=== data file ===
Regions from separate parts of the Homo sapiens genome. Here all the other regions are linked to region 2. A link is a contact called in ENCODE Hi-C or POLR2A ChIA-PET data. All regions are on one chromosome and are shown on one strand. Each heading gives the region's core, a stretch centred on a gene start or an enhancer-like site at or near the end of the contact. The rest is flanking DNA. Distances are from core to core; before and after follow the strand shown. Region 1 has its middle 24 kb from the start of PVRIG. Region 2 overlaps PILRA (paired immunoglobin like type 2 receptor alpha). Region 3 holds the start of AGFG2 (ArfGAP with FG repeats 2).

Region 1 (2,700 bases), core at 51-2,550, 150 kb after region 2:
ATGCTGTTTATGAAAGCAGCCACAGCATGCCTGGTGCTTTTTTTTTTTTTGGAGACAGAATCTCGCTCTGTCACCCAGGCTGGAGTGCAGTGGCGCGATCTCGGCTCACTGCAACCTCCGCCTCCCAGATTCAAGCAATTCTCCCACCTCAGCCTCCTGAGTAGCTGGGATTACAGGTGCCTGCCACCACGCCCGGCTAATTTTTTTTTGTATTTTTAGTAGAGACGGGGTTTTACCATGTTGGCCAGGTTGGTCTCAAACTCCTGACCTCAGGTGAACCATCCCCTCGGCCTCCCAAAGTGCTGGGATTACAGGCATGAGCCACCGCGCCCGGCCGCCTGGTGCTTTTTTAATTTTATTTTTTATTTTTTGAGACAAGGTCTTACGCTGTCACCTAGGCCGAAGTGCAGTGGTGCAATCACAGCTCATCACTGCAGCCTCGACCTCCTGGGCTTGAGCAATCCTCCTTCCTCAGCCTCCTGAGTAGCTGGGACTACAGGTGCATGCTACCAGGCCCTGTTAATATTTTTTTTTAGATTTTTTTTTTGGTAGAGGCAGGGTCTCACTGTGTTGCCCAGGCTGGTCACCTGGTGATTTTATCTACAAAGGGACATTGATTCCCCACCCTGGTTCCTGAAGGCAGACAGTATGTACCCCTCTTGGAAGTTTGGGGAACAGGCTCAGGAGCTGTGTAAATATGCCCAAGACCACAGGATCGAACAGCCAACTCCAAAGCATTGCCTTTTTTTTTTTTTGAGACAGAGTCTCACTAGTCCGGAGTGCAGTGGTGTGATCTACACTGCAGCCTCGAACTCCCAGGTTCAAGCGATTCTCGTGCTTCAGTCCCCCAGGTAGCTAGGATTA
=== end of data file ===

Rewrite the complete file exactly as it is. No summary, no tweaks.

Regions from separate parts of the Homo sapiens genome. Here all the other regions are linked to region 2. A link is a contact called in ENCODE Hi-C or POLR2A ChIA-PET data. All regions are on one chromosome and are shown on one strand. Each heading gives the region's core, a stretch centred on a gene start or an enhancer-like site at or near the end of the contact. The rest is flanking DNA. Distances are from core to core; before and after follow the strand shown. Region 1 has its middle 24 kb from the start of PVRIG. Region 2 overlaps PILRA (paired immunoglobin like type 2 receptor alpha). Region 3 holds the start of AGFG2 (ArfGAP with FG repeats 2).

Region 1 (2,700 bases), core at 51-2,550, 150 kb after region 2:
ATGCTGTTTATGAAAGCAGCCACAGCATGCCTGGTGCTTTTTTTTTTTTTGGAGACAGAATCTCGCTCTGTCACCCAGGCTGGAGTGCAGTGGCGCGATCTCGGCTCACTGCAACCTCCGCCTCCCAGATTCAAGCAATTCTCCCACCTCAGCCTCCTGAGTAGCTGGGATTACAGGTGCCTGCCACCACGCCCGGCTAATTTTTTTTTGTATTTTTAGTAGAGACGGGGTTTTACCATGTTGGCCAGGTTGGTCTCAAACTCCTGACCTCAGGTGAACCATCCCCTCGGCCTCCCAAAGTGCTGGGATTACAGGCATGAGCCACCGCGCCCGGCCGCCTGGTGCTTTTTTAATTTTATTTTTTATTTTTTGAGACAAGGTCTTACGCTGTCACCTAGGCCGAAGTGCAGTGGTGCAATCACAGCTCATCACTGCAGCCTCGACCTCCTGGGCTTGAGCAATCCTCCTTCCTCAGCCTCCTGAGTAGCTGGGACTACAGGTGCATGCTACCAGGCCCTGTTAATATTTTTTTTTAGATTTTTTTTTTGGTAGAGGCAGGGTCTCACTGTGTTGCCCAGGCTGGTCACCTGGTGATTTTATCTACAAAGGGACATTGATTCCCCACCCTGGTTCCTGAAGGCAGACAGTATGTACCCCTCTTGGAAGTTTGGGGAACAGGCTCAGGAGCTGTGTAAATATGCCCAAGACCACAGGATCGAACAGCCAACTCCAAAGCATTGCCTTTTTTTTTTTTTGAGACAGAGTCTCACTAGTCCGGAGTGCAGTGGTGTGATCTACACTGCAGCCTCGAACTCCCAGGTTCAAGCGATTCTCGTGCTTCAGTCCCCCAGGTAGCTAGGATTA